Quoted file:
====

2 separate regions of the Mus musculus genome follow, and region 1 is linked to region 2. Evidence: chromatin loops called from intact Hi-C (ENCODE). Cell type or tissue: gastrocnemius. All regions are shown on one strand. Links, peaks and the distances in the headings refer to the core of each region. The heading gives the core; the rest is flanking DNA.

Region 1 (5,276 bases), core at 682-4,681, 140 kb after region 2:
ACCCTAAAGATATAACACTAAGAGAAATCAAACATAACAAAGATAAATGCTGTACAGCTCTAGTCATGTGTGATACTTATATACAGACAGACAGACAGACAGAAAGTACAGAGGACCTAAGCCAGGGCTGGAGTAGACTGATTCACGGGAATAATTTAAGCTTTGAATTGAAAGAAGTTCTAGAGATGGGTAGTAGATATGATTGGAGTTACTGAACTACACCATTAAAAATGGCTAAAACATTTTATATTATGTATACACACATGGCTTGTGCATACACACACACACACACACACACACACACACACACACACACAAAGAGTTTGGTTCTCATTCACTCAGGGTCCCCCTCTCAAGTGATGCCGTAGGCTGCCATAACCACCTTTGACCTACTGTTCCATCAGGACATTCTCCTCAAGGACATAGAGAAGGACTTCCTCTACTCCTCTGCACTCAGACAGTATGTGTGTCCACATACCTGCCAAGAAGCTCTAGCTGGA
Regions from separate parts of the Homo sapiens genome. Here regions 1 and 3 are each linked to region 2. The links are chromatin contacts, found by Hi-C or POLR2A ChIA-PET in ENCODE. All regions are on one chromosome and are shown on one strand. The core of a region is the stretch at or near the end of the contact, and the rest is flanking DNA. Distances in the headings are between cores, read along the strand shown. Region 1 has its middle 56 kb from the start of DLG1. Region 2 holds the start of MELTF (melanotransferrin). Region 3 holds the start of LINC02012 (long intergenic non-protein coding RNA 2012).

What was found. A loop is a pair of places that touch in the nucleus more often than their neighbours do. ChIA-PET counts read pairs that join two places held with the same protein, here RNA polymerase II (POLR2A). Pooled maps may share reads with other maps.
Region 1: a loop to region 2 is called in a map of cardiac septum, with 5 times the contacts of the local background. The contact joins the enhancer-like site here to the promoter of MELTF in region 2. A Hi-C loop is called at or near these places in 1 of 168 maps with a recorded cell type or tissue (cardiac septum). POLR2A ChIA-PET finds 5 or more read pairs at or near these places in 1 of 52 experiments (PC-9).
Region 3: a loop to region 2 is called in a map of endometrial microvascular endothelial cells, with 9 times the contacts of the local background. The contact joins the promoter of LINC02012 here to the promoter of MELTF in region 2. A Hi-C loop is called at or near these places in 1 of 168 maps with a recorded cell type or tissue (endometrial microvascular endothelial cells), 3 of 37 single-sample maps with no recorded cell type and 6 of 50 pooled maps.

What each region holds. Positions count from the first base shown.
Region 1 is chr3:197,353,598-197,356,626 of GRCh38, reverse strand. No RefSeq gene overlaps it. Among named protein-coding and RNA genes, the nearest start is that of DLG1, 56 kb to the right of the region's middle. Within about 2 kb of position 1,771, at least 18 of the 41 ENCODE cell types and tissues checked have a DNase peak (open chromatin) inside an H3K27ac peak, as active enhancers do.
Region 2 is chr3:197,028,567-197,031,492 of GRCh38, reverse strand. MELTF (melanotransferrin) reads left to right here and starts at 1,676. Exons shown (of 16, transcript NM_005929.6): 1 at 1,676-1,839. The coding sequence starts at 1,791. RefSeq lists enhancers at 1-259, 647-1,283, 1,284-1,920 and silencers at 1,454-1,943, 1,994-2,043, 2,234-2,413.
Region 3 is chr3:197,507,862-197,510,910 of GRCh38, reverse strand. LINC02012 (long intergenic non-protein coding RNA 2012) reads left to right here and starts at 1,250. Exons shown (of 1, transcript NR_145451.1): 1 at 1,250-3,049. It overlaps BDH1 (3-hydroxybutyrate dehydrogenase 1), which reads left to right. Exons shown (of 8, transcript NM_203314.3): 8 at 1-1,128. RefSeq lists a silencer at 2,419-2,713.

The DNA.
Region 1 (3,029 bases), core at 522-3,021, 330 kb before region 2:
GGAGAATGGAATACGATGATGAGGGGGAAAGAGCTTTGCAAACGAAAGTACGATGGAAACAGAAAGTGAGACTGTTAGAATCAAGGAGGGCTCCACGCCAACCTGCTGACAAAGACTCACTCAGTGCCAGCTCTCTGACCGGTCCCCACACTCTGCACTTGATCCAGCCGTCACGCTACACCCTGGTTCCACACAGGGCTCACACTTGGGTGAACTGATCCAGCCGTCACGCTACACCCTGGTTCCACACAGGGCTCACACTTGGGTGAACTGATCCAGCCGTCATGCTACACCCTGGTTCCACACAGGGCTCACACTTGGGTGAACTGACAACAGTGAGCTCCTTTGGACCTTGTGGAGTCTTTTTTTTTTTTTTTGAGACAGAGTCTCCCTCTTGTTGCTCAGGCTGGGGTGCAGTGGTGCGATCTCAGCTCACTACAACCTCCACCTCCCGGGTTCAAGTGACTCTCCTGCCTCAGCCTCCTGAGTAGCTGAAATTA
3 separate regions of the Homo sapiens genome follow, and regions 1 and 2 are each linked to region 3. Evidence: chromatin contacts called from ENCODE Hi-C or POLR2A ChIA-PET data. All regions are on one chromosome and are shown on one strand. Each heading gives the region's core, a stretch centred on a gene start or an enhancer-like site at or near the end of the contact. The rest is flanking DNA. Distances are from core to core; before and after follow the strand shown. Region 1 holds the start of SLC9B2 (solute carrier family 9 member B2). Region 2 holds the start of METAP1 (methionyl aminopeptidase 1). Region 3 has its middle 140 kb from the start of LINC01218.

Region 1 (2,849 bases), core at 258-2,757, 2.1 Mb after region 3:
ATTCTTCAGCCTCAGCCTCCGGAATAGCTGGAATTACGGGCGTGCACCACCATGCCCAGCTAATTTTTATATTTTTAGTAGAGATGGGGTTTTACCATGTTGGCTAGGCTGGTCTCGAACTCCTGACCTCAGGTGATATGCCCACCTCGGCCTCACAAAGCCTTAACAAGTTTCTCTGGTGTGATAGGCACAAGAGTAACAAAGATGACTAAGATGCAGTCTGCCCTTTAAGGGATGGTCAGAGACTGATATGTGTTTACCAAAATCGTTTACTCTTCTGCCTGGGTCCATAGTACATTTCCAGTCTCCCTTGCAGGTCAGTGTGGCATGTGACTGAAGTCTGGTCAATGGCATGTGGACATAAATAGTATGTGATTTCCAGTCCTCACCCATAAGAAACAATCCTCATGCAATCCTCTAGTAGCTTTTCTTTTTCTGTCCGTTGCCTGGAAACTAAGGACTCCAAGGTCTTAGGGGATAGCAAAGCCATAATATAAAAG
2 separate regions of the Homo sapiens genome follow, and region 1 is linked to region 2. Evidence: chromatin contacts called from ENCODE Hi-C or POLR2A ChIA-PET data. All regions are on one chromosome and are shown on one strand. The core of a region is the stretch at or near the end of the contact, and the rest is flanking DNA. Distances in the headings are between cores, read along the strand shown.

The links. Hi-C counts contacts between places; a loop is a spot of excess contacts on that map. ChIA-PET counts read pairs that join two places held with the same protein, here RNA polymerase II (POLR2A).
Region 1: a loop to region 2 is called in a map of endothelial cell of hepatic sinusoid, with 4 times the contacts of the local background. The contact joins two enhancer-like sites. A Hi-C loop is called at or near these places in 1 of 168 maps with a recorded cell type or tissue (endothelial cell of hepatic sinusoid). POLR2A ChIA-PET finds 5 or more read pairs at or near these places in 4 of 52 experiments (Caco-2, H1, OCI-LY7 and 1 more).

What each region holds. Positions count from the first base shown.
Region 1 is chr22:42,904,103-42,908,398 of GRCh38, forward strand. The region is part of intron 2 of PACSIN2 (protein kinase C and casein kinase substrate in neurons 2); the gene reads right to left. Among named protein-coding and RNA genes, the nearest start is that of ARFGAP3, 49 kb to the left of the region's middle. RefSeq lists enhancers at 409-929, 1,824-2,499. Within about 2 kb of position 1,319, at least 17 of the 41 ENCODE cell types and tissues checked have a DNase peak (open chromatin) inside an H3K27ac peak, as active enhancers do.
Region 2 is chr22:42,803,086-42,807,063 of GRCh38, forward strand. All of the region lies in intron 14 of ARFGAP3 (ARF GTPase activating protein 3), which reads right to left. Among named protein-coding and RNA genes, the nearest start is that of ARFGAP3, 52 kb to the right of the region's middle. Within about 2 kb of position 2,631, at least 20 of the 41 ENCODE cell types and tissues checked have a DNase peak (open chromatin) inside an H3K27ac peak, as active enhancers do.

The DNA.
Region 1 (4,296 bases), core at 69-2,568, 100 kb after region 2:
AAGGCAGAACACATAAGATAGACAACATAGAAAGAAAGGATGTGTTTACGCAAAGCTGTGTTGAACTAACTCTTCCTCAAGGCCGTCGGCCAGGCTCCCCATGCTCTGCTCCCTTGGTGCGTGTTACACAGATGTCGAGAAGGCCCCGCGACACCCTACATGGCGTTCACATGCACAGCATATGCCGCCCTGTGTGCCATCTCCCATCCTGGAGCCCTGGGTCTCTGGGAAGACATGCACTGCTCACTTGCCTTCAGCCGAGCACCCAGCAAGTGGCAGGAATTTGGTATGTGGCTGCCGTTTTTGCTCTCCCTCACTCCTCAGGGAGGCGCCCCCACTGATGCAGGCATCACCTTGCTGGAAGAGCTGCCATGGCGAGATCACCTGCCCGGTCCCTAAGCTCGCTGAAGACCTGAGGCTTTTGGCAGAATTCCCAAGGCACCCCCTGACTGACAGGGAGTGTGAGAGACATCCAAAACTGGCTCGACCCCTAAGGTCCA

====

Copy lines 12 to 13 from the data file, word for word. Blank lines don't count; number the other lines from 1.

The DNA.
Region 1 (3,029 bases), core at 522-3,021, 330 kb before region 2: